• The drachma was equal to an average day’s wage.
        • The bonfire that consumed the books was worth 50,000 days of wages.
        • The burning of the books was a decision made by individuals; the church didn’t suggest or enforce the action. The lesson for believers is that separation from sin should be normal practice.
    • The end result is the Gospel advanced and overcame the widespread practices of the occult in Ephesus. The advancement occurred through two avenues.
      • Paul’s preaching.
      • The witness of the Ephesian Christians.


  • Although this passage includes examples of “items” being used to heal and drive out demons, I believe it is descriptive and prescriptive behavior for the church and Christians. This was a power projection to show that God was mightier than occult practices. Although it could occur today in specific settings, it should not be expected as standard practice.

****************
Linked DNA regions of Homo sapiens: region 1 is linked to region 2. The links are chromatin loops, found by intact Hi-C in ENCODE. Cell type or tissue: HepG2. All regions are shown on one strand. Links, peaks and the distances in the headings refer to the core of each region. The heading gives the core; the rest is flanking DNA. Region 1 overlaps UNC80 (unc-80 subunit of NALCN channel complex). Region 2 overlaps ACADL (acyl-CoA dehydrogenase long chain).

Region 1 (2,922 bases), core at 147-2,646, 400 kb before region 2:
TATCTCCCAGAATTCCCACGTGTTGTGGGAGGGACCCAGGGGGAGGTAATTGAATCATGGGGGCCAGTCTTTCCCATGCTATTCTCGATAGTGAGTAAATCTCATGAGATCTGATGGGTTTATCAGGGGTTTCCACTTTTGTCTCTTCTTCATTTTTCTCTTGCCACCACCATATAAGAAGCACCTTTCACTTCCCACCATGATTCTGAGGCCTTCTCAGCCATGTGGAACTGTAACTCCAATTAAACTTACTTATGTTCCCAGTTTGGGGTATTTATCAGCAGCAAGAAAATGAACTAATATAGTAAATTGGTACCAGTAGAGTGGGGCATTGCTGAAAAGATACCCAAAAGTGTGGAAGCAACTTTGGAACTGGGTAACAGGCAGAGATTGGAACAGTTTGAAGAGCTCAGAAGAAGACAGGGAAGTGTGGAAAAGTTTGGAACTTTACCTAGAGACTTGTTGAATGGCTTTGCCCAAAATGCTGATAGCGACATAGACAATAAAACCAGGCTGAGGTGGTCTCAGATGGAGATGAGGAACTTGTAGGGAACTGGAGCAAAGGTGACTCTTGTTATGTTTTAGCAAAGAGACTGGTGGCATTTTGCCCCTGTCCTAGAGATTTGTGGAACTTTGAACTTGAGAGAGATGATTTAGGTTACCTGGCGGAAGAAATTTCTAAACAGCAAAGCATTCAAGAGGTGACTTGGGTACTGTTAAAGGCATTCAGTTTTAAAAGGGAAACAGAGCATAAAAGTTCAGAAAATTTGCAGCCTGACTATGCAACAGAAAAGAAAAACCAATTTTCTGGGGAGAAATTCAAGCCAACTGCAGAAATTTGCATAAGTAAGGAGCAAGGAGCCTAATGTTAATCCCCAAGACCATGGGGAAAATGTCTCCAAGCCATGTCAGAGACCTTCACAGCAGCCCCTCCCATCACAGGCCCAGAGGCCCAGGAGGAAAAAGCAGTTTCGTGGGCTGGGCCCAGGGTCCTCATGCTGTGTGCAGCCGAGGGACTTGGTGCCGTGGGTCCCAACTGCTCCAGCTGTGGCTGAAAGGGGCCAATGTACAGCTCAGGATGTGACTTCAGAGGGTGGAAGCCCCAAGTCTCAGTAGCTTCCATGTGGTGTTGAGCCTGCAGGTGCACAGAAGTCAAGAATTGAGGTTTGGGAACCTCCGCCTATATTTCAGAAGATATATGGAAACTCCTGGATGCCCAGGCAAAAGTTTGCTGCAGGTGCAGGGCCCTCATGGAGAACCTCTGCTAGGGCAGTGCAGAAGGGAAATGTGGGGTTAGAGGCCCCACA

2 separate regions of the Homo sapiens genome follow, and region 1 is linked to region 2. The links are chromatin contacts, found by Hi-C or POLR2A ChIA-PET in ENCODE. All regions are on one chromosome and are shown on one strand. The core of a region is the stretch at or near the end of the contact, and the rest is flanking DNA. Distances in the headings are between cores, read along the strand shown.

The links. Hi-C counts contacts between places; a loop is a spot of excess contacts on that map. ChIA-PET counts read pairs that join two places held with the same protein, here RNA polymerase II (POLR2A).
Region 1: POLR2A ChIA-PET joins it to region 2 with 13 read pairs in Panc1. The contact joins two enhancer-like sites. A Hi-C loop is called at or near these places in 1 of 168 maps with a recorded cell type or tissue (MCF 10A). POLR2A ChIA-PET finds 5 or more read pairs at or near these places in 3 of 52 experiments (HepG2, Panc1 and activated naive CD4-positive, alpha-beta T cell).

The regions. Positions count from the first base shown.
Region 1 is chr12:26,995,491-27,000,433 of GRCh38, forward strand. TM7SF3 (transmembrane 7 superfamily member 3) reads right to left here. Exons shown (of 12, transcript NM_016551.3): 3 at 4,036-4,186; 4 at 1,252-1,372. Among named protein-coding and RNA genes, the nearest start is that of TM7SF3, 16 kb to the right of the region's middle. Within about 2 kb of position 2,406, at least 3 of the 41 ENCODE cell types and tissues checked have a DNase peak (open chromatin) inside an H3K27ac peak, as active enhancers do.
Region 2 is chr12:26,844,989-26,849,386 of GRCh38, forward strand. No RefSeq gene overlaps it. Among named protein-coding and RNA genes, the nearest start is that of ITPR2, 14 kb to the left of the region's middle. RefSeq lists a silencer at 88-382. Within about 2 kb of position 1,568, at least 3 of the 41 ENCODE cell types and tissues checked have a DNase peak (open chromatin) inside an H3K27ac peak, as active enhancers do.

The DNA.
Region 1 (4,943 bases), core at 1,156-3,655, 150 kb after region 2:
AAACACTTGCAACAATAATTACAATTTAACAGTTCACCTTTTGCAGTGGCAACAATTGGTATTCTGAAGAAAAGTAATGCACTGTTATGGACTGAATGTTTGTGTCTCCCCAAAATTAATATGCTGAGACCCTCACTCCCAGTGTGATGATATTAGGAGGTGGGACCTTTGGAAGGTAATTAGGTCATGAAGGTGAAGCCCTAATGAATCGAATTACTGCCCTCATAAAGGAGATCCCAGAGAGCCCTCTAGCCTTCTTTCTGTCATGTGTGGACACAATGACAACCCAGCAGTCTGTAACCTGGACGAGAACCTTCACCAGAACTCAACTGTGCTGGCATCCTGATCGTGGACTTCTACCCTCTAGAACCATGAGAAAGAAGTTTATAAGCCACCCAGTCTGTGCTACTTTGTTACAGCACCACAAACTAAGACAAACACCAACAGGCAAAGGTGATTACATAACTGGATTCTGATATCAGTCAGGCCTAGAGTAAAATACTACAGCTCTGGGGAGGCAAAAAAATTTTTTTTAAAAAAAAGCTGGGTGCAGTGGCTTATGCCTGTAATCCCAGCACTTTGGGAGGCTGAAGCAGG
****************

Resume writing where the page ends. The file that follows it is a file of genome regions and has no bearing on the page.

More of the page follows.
• Our power comes from Jesus and the indwelling of the Holy Spirit. Apart from that power, we should never expect to overcome the darkness in the world. The sons of Sceva learned this lesson in a most dramatic fashion. We need to immerse ourselves in the Word, prayer, and fellowship with God. As we remain attached to the vine, we can accomplish great works for God’s glory.
  • As believers, we need to separate ourselves from any type of occult practice. Those who became believers in Ephesus were heavily involved in the occult, as evidenced by the hefty value of the books which were burned. However, how many Christians read their horoscope or are engaged in some other type of “innocent” occult activity?